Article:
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Towel Makiwara

We all like to hit wooden makiwara (a wooden striking post wrapped with rope or leather), or even logs and stones in some people's case. The main feature of a good makiwara is that it kicks back when you hit, requiring you to properly punch and brace yourself for the returning shockwave.

But wood (and stone) are not the only good things to punch. Sometimes I tell my students to hang a towel and strike it like a makiwara. Of course, it does not kick back, but it does give you a good target for focusing your strike. Also, since it gives, you can target beneath the surface (just like when striking a person).

When I travel, I sometimes use the curtains as a makeshift makiwara. In class, I often target the student's gi, which is very similar to a curtain. Sometimes I target the student's skin or flesh, but usually not the bone. Hitting a variety of makiwara helps you to get the feel for targeting different anatomical structures of the human body.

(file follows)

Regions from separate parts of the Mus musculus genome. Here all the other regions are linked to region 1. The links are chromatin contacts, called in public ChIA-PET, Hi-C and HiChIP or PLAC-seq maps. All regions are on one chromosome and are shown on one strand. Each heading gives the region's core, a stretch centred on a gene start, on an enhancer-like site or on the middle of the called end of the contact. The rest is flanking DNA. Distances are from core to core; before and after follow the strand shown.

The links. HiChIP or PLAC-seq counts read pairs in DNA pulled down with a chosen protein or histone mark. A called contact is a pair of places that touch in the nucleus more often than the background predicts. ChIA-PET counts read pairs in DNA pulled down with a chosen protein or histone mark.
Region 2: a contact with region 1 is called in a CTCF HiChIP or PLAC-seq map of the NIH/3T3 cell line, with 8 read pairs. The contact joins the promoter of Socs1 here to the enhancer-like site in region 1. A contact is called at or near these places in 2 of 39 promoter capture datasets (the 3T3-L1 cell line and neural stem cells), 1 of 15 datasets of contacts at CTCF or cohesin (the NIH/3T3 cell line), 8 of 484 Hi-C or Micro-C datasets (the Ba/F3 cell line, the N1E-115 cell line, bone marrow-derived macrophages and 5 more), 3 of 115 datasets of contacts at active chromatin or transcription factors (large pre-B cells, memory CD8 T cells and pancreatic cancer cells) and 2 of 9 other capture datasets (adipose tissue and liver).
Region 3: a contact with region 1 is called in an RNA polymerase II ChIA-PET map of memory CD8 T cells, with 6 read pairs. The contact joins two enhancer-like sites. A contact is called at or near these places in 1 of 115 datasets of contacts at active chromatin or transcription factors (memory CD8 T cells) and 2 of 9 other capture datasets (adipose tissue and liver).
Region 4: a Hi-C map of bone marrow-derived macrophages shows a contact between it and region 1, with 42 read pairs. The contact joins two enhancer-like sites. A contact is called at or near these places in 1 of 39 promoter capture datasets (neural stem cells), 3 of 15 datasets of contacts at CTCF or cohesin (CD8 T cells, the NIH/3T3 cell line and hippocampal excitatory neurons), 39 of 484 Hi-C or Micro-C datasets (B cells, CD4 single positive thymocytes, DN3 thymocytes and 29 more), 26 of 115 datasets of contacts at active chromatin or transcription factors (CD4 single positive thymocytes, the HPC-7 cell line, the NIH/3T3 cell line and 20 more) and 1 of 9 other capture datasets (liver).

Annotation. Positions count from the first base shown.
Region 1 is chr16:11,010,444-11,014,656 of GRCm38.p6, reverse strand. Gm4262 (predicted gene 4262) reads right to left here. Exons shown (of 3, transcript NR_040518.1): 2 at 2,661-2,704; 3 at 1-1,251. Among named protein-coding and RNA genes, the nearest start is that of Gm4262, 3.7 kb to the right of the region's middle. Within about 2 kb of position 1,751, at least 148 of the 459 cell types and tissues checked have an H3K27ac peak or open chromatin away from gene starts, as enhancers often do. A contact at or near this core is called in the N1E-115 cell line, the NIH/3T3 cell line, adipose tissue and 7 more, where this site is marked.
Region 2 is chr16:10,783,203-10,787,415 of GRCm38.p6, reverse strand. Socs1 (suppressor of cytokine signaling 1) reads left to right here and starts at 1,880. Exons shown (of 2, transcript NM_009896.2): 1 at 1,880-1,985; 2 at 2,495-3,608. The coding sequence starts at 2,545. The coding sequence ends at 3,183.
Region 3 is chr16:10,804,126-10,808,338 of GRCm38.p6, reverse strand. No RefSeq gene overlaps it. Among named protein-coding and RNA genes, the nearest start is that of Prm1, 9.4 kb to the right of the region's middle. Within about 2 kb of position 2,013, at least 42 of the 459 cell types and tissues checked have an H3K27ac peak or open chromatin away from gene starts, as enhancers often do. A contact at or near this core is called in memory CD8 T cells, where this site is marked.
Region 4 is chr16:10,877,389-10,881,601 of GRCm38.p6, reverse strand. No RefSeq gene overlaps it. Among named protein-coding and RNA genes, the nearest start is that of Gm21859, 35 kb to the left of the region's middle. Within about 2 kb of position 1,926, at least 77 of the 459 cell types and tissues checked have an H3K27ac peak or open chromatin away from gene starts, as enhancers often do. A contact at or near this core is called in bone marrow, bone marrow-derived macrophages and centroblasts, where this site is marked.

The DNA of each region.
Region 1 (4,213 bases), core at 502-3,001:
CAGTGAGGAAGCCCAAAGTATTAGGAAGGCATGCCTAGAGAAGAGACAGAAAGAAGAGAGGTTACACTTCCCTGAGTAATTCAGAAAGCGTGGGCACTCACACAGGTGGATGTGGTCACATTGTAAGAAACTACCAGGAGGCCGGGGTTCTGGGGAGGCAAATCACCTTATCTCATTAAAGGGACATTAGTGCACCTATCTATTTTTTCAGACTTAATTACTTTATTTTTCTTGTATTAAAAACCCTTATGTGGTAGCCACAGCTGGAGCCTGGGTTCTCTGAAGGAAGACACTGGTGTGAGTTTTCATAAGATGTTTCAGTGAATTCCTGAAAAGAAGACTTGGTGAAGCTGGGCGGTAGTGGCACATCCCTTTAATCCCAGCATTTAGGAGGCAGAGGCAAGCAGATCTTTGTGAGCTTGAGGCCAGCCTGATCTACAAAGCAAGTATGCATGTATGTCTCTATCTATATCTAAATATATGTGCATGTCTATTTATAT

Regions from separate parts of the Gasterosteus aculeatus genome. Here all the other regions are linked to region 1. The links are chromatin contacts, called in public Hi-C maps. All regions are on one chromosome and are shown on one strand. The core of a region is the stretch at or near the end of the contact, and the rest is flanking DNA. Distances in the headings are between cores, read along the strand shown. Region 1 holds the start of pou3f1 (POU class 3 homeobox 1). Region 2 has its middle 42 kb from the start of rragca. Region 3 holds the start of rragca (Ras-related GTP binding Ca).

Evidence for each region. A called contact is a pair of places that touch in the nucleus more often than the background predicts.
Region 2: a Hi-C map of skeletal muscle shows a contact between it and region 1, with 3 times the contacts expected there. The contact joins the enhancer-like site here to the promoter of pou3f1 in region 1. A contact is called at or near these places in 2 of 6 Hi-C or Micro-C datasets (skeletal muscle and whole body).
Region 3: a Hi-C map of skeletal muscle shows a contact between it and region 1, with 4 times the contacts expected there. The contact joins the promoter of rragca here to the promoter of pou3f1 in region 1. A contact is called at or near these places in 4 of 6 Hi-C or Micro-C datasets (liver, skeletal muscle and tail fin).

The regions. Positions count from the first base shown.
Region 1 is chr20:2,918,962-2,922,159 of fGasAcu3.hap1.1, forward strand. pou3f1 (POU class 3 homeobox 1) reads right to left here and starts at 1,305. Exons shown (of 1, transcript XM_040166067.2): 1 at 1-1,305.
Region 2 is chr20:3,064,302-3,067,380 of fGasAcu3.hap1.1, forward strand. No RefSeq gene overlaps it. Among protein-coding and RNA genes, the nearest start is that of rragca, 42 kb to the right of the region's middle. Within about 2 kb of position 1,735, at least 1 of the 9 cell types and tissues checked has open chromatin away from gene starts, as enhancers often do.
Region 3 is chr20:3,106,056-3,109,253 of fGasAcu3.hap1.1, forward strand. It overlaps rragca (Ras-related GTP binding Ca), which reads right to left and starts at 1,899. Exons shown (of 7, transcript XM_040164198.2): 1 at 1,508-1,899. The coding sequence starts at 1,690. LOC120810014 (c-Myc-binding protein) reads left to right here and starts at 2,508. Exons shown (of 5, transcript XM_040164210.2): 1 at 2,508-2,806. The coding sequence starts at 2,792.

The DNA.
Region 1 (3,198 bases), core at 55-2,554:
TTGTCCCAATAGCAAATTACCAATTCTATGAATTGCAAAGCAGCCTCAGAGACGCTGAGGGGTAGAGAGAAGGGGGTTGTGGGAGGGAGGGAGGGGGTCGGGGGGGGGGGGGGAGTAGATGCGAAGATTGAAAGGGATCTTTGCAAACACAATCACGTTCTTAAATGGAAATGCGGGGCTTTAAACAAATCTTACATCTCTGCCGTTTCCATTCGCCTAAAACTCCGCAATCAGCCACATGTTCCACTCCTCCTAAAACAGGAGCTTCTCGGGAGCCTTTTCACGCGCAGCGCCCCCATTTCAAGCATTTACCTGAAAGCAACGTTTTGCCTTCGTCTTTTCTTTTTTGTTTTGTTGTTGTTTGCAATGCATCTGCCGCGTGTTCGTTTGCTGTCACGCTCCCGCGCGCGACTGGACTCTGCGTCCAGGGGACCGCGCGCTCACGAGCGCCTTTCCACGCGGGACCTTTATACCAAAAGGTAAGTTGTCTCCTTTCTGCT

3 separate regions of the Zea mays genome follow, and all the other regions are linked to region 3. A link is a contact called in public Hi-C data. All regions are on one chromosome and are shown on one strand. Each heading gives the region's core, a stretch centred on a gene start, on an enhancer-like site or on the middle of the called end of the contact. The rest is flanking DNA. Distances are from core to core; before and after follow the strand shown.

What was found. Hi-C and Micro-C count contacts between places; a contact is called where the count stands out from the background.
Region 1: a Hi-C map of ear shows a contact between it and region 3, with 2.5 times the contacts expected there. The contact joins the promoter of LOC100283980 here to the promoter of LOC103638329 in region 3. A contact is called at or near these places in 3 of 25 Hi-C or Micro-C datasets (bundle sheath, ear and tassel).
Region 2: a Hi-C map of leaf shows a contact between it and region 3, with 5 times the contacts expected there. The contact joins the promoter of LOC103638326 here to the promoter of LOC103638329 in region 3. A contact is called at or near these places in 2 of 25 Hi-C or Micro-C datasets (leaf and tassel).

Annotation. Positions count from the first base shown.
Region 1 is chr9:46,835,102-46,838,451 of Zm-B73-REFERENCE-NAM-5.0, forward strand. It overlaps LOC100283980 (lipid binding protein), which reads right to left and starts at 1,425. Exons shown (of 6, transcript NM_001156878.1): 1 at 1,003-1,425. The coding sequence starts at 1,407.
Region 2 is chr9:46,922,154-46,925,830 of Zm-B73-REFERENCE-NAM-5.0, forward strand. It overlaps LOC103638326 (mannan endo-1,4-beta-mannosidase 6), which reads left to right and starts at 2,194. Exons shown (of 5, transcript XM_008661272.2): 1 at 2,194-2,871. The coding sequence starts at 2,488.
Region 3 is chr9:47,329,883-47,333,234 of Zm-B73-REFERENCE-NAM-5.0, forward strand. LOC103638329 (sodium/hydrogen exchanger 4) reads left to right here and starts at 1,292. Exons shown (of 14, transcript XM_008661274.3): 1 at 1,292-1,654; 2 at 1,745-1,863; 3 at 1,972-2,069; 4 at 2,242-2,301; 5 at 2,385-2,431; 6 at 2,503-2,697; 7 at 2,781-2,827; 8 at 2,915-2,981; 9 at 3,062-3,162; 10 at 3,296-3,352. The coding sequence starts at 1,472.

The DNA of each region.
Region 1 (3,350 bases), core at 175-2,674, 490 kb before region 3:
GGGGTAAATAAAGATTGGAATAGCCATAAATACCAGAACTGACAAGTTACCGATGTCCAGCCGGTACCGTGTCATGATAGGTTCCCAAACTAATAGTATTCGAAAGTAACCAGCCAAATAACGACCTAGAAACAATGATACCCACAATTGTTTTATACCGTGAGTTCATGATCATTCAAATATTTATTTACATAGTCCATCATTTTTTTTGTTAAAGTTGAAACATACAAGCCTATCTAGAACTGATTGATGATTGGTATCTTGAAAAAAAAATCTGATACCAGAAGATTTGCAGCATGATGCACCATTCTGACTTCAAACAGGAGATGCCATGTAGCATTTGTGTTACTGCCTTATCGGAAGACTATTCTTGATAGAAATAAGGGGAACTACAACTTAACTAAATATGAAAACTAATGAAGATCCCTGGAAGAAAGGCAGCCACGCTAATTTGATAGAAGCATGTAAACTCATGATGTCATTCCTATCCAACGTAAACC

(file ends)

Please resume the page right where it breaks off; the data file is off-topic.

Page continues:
When I practiced Kenpo in high school at the CHA-3 quonset hut in Moanalua (my teacher was Edward Wallace, a senior student of Marino Tiwanak, and his daughter Julie), I remember that the teachers used to tape a piece of paper to the wall. The paper would be taped at the top and would lie flat against the wall. We would try to punch and strike the paper without hitting the wall. If you hit it just right, the paper would lift off the wall. If you struck too deep... ouch! It did help us to develop good control.

I know that it sounds crazy, but in high school I could strike and kick my students' eyelashes and ear lobes. I remember occasions when I punched students on the eyeballs and teeth: my knuckle touched the liquid film on their eyes and teeth but did not strike the surface. I am not suggesting that anyone try this; in fact, I advise against it. What I am saying is that practicing your focus on makiwara, towels, curtains, paper, etc. can give you much better control. And developing good control will make training safer.

Thirty plus years later, my control is not quite as good. Particularly when I use koshi in my techniques, I have to make sure that I step away from my partner before I strike. Sometimes the koshi has a mind of its own and is difficult to control. I also tend to strike my partners with a loose fist or relaxed hand. This way, if I have hit too deep there is a little leeway and time to adjust.

Respectfully,

Charles C. Goodin